North Carolina prison safety plan: Working or failing?

North Carolina

ELIZABETH CITY, N.C. (WAVY) — Two tragedies, five deaths, one flawed system. There’s no denying the North Carolina prison system has seen its fair share of problems — most notably the murders in 2017 at Bertie and Pasquotank Correctional institutions

However, several state lawmakers, a new man at the helm and the family of the victims are pushing for a reform of the North Carolina prison system. 

That group includes Dyrel Nowell.

Nowell’s sister, Veronica Darden, was the sewing plant manager at Pasquotank Correctional and was killed during an attempted prison escape in October 2017. Veronica, who also went by “Ronnie,” was murdered inside of prison walls at the hands of inmates.

The inmates responsible were the inmates Ronnie also loved and tried to care for. 

“On Thanksgiving, she would fix dinner for them — the same ones that killed her,” said Nowell. “By me being the oldest of five, I was their babysitter, so they were like my kids, you know? It was like I lost one of my children.”

It took Nowell three years to open up about her sister.  Ronnie was her best friend, her sister and her partner in crime. 

“She liked her inmates, she liked what she did, she liked being around the people, she liked the job,” said Nowell. “I never imagined this would happen. Never.”

Former prison nurse Michelle Godfrey described in court what she called a “bloodbath” and the moment she remembers checking Ronnie’s pulse.  

“I went to open her airway, my fingers literally went into her neck, on the left side, and that’s when I told my nurse, her neck has been cut,” said Godfrey. 

Since the beginning,  Sen. Bob Steinburg has been involved in problems plaguing the prisons. Steinburg is the chair of the Senate Select Committee on Prison Safety, which created the Prison Reform Act.

“It was time for somebody to do something and that somebody was me,” said Steinburg. “Many of us were aware that there were problems in the department.”

The bill was created after the release of a 78-page federal report outlining safety and staffing issues in North Carolina prisons.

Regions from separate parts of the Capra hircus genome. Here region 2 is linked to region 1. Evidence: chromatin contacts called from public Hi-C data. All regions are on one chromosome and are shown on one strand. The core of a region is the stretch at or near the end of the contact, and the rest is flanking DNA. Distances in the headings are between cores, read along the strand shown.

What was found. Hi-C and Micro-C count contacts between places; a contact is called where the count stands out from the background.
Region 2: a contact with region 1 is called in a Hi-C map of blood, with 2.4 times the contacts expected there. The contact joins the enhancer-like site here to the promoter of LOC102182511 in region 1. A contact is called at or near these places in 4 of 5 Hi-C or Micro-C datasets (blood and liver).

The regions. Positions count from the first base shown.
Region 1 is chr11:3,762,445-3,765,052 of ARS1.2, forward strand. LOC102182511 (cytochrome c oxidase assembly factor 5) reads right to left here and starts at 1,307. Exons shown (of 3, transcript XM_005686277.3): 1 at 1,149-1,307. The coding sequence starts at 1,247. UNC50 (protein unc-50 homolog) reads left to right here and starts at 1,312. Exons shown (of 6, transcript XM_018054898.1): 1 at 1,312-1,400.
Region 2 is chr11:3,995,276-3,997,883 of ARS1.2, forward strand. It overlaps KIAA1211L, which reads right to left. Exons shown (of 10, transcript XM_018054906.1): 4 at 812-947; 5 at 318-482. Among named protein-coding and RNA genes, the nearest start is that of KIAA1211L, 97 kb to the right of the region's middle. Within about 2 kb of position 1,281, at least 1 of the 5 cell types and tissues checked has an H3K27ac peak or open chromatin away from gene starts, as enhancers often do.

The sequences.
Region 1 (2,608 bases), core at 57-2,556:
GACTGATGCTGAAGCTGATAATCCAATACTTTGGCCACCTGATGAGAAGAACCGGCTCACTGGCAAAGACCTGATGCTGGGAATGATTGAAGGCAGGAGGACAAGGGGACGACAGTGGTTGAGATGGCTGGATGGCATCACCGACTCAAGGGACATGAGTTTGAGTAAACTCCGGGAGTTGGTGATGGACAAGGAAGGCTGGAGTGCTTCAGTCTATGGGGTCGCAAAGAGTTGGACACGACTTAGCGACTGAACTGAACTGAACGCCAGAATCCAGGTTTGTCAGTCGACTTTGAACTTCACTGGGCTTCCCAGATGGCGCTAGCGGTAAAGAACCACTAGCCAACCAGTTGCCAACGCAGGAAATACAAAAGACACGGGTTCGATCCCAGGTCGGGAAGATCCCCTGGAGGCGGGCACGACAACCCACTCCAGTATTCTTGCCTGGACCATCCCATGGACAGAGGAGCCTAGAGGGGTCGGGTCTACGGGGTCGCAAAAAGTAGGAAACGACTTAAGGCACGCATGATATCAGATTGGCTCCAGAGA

“I don’t think there are any questions that we are going to see changes,” said Steinburg. 

Under the Prison Reform Act, recruitment and retention is a high priority. Prisons with high vacancy rates would be eligible for salary supplements up to $7,500 a year under the plan.

This is in addition to a 5-percent pay hike also included in the Senate’s budget. Another part of the reform bill offers two options to allocate more focus to the Department of Corrections. Either the department would break out as its own agency from the Department of Public Safety, or the DOC would be made into a unique agency with its own deputy secretary. 

“This is a very, very dangerous job and we need to compensate those folks who are going in behind bars, 12 hours shifts, three days in a row, they need to be compensated proportionately to the risk they take,” Steinburg said. 

It’s a risk that teeters on life-or-death situations, corrections officers have told 10 On Your Side.

“Something drops off, and an inmate is getting attacked right in my face, and I don’t move when I need to because my brain is not registering that ‘Hey, he is getting attacked.’ Until I register it, it can be too late. He can sue me for that,” said a corrections officer, who wished to remain anonymous. 

Steinburg says that’s changing, thanks to new management.

“Todd Ishee, who is now the commissioner of prisons who came in from Ohio, is doing an incredible job,” the officer said.

10 On Your Side spoke with the new commissioner about his work to make the system better. 

“It’s something I have prepared for, for the 30 years, and my mentality was really to learn,” Ishee said. 

Ishee says operations at four prison sites were suspended and that staff was diverted to a dozen other prisons. At Pasquotank Correctional alone, they’ve reduced the staff vacancy rate by 40 percent. However, Ishee says staff vacancy rates are still too high — as are the number of assaults.

“We have too many staff that are being hurt too often and that’s something we are throwing every bit of resources to this year,” said Ishee. 

In 2019, however, assaults were down. The system saw a 7.2-percent drop in assaults on staff using weapons or the body. But prisoners are finding new, creative ways to make weapons, using objects like the bedsprings in their cells.

“Over half of our prisons we’ve replaced bedsprings with a solid piece of welded metal,” he said.

And now there are 1,300 more security cameras. And the sewing plant at Pasquotank where Ronnie was killed is closed. System-wide, the most dangerous offenders are no longer allowed to work enterprise jobs.

But is it enough for the family of those who lost their lives?

“I feel like they are doing it slowly, I do … because with what happened out there, I would have re-vamped the whole system, but its taken years and I don’t agree with it,” said Nowell. 

Ishee had a response to Nowell’s concern about the progress. 

“I would say that I agree with her. Our system is very, very large. We have over 50 prisons and we’ve got over 16,000 staff, and sometimes it’s hard to implement and make a change immediately,” he said. 

And while she waits, Nowell says there will never be a day she doesn’t think about her sister, who died doing what she loved at the hands of those she loved.

“I can’t explain how much I miss her. It’s hard… I won’t see her again until I go where she is. I miss her,” Nowell said.

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